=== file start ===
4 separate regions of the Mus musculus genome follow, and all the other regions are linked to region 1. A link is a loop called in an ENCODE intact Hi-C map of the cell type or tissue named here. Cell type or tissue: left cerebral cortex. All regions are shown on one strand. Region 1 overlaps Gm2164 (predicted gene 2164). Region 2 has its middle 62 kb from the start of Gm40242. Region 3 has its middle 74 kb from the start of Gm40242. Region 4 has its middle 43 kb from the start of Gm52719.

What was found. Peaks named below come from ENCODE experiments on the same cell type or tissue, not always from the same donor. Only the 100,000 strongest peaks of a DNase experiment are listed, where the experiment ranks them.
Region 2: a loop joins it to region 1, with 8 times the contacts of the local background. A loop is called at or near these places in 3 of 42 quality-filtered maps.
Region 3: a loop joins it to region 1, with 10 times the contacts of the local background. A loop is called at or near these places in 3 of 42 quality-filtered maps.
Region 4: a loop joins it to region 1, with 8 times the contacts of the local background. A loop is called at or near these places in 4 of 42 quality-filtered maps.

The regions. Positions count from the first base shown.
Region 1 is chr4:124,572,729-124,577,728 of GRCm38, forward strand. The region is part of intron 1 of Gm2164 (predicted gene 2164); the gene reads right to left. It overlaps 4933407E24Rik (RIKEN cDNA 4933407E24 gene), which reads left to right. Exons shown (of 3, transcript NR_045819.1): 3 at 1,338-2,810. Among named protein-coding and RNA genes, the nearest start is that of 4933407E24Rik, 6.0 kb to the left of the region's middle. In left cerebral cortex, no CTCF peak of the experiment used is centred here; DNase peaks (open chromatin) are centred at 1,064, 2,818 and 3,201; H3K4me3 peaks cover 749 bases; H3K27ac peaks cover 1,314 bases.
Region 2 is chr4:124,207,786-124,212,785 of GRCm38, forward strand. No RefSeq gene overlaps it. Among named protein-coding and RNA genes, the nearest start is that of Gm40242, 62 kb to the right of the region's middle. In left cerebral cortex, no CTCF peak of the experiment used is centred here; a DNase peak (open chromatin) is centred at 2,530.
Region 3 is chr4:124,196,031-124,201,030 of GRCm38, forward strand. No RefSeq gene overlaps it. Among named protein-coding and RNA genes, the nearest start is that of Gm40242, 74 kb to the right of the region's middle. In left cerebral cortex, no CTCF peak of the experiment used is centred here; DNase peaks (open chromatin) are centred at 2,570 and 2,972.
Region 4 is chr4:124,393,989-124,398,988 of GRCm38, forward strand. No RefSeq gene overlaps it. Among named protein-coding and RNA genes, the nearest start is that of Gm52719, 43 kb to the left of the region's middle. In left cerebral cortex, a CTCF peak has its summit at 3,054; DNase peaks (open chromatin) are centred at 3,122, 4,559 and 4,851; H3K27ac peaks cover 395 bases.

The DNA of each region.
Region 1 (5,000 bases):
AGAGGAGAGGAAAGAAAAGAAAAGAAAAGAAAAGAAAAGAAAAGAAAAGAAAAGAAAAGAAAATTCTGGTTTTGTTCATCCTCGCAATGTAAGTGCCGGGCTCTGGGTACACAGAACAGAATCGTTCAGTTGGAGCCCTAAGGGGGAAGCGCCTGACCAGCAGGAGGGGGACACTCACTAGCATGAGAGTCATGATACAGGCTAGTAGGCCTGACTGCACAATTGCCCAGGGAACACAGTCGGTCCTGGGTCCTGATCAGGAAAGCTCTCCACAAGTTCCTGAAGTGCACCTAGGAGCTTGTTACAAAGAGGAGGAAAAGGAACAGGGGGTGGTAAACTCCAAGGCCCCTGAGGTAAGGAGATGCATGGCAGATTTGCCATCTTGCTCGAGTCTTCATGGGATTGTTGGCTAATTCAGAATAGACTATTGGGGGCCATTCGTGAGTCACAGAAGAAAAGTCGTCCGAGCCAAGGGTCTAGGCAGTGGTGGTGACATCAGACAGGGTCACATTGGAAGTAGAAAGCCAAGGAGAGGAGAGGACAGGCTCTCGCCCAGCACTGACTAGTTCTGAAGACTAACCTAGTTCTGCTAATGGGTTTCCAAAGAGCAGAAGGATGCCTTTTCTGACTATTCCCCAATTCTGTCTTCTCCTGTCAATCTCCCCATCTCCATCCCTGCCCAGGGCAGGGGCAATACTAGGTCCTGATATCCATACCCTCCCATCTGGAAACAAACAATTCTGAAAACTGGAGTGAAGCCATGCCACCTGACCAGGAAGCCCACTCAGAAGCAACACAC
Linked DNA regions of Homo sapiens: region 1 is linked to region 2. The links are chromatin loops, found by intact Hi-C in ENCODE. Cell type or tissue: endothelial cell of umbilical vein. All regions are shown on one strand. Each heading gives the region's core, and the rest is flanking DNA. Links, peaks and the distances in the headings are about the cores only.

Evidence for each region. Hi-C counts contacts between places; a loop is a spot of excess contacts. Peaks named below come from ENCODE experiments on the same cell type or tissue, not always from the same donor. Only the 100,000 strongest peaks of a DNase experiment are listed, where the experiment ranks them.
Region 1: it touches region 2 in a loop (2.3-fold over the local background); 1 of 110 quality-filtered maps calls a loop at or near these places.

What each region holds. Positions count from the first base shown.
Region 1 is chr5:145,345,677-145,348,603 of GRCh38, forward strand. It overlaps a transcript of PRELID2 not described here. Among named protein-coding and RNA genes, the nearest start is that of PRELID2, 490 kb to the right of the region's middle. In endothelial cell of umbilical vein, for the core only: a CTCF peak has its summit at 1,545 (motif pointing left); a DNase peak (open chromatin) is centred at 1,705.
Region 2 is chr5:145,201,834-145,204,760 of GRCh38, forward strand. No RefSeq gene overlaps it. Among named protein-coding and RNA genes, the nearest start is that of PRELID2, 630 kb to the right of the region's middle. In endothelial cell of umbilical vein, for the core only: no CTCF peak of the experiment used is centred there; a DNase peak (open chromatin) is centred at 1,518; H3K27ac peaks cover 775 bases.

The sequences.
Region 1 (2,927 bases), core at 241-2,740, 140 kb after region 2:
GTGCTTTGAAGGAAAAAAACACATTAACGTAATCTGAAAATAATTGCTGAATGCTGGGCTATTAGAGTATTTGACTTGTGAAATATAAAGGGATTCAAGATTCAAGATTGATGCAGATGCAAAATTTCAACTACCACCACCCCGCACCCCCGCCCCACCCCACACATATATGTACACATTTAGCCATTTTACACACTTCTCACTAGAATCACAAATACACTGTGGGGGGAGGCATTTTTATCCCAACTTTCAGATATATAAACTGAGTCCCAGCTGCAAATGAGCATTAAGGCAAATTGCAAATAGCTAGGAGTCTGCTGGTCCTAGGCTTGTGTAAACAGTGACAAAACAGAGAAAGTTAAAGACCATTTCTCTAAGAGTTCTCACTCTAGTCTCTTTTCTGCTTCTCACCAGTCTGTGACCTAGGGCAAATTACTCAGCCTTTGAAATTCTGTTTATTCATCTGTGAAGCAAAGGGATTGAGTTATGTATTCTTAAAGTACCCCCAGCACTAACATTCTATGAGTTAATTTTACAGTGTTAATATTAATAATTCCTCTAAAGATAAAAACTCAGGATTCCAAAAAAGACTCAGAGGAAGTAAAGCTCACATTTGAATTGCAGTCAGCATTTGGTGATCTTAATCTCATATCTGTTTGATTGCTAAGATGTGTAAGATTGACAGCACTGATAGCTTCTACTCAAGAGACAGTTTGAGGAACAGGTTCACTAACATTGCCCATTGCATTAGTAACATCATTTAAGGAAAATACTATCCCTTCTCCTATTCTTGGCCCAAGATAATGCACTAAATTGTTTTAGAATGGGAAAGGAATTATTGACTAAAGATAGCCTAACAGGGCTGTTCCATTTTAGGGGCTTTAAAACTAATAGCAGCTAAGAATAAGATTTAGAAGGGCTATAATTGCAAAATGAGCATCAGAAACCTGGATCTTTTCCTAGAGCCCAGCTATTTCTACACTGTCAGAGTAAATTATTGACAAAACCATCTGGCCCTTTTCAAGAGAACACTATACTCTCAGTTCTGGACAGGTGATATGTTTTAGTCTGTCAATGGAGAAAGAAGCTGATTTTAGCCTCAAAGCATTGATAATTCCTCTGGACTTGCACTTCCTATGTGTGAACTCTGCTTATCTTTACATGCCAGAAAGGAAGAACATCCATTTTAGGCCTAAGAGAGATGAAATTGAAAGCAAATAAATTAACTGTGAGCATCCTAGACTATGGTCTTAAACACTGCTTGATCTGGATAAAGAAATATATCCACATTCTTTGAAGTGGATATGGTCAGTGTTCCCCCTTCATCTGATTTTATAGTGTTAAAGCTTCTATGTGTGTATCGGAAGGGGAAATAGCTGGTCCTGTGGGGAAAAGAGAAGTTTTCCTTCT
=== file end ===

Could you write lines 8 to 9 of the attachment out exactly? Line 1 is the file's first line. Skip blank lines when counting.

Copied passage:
Region 2 is chr4:124,207,786-124,212,785 of GRCm38, forward strand. No RefSeq gene overlaps it. Among named protein-coding and RNA genes, the nearest start is that of Gm40242, 62 kb to the right of the region's middle. In left cerebral cortex, no CTCF peak of the experiment used is centred here; a DNase peak (open chromatin) is centred at 2,530.
Region 3 is chr4:124,196,031-124,201,030 of GRCm38, forward strand. No RefSeq gene overlaps it. Among named protein-coding and RNA genes, the nearest start is that of Gm40242, 74 kb to the right of the region's middle. In left cerebral cortex, no CTCF peak of the experiment used is centred here; DNase peaks (open chromatin) are centred at 2,570 and 2,972.